In the effort to build a more competitive digital economy, it is time to roll out a national Digital Activation Campaign. David Curtin, CEO of IE Domain Registry outlines the intricacies of what is required.
Advocating for SMEs
IE Domain Registry is the national registry for .ie domain names and is committed to being a digital advocate for the SME community. Our research shows that there needs to be a focus on developing programmes that upskill time-poor small businesses and help them to quickly implement digital sales options and e-commerce features.
It is critical that the Government, the internet services industry and SME organisations collectively take positive steps to build a more competitive digital economy. SMEs must digitalise their sales process to enable them to connect with and sell to their customers online in this changing society and increasingly knowledge-based economy.
We are a voice of authority on this matter. Our team has been working at the coalface of SME e-commerce since 2011. Through our OPTIMISE Programme, which provides digital supports and services to Irish SMEs, we have seen how a website and
e-commerce can totally transform a business, enabling it to advertise and sell online not just to customers in Ireland, but across the world. Our recently published research, the SME Digital Health Index 2018, found that SMEs with digital skills make more money, reach more customers, and gain deeper insights into their market.
These digital realities are difficult to relay to SMEs on a large scale. Time-poor business owners simply do not have the opportunity to research the steps involved in digital and e-commerce, and thus many of their misconceptions about the cost, time and skills required go unchallenged.
This needs to change. We are calling for the rollout of a national Digital Activation Campaign, incorporating State funding targeted at SMEs in high-growth sectors, routed through their trusted representative bodies.
The imperative of a national Digital Activation Campaign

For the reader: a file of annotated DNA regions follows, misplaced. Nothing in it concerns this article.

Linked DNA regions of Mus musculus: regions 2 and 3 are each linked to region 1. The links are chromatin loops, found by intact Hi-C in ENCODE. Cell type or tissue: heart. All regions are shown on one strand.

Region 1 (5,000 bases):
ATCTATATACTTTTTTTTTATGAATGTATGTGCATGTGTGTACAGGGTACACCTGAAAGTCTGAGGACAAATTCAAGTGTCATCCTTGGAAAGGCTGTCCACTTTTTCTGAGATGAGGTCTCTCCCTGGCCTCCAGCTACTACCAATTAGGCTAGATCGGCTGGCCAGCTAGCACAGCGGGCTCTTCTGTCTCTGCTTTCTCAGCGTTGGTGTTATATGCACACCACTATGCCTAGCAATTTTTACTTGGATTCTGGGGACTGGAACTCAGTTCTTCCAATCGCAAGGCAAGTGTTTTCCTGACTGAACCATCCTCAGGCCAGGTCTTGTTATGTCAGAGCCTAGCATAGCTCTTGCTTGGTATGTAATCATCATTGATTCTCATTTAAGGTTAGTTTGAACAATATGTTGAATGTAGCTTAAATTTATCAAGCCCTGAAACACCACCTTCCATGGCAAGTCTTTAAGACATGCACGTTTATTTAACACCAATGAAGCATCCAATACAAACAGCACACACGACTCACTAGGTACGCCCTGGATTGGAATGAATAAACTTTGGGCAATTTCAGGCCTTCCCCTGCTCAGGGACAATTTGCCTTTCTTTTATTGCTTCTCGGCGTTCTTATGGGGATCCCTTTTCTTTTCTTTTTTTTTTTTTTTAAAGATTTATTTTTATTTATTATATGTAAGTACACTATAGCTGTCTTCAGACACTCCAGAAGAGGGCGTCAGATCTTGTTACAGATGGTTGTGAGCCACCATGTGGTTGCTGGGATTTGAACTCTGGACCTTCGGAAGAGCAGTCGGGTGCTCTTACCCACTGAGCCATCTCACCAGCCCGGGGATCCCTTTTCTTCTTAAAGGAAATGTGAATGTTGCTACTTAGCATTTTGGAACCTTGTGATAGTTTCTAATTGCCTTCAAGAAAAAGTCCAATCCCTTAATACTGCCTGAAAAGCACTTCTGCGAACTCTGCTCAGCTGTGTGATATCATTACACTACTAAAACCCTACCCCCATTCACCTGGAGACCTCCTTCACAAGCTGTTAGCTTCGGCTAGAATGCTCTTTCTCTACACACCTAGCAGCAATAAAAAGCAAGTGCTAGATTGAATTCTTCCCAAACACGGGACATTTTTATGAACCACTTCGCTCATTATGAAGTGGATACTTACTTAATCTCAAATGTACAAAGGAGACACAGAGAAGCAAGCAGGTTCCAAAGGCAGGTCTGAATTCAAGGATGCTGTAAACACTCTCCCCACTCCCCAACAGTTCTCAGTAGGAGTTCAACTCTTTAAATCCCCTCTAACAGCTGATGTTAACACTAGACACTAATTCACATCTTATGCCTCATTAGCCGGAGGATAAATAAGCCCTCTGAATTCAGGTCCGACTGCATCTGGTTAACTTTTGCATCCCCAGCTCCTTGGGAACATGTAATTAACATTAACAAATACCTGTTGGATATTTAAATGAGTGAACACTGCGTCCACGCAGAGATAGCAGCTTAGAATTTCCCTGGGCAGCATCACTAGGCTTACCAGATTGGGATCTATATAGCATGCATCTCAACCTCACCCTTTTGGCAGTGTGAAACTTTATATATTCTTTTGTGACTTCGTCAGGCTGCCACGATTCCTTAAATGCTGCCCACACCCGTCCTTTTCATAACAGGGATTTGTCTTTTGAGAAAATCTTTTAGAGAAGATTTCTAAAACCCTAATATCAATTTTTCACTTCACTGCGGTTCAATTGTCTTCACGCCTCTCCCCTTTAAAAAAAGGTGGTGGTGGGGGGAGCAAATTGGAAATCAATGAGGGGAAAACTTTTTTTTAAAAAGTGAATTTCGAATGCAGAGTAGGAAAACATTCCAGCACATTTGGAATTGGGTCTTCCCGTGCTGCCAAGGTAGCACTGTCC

SMEs that trade online achieve more success. However, nearly a quarter are ‘time-poor’ and don’t know where to turn for help in relation to e-commerce and digitalising their sales processes. They need to be guided to the resource most relevant to their business sector. Our specific recommendations include:
- Launch a Government-led nationwide Digital Activation Campaign that demonstrates the value of online and e-commerce.
- Commission a ‘one-stop shop’ online resource for SMEs with comprehensive, step by step guides to building a website, integrating
e-commerce, digital marketing, and analytics and software usage (a digital resource, modelled on the current Citizens Information website).
- Hold practical and interactive ‘building an online presence’ workshops for SMEs – hosted by the LEOs and delivered by digital consultants. These workshops would teach SME staff how to build an online presence and manage the relevant digital tools.
How would this work?
1. Targeted sector funding
Grants and new funding should be targeted at specific high-growth industry sectors set to benefit most from
e-commerce, such as retail and B2B professional services. Industry sector bodies and representative organisations are trusted by their members. They are therefore ideally placed to provide leadership and can also be trusted by government to facilitate and administer these funds. There are existing programmes that can act as a useful template, for example, our OPTIMISE Programme and Fáilte Ireland’s ‘Market Your Business Online’.
2. SME mentorship from sector specialists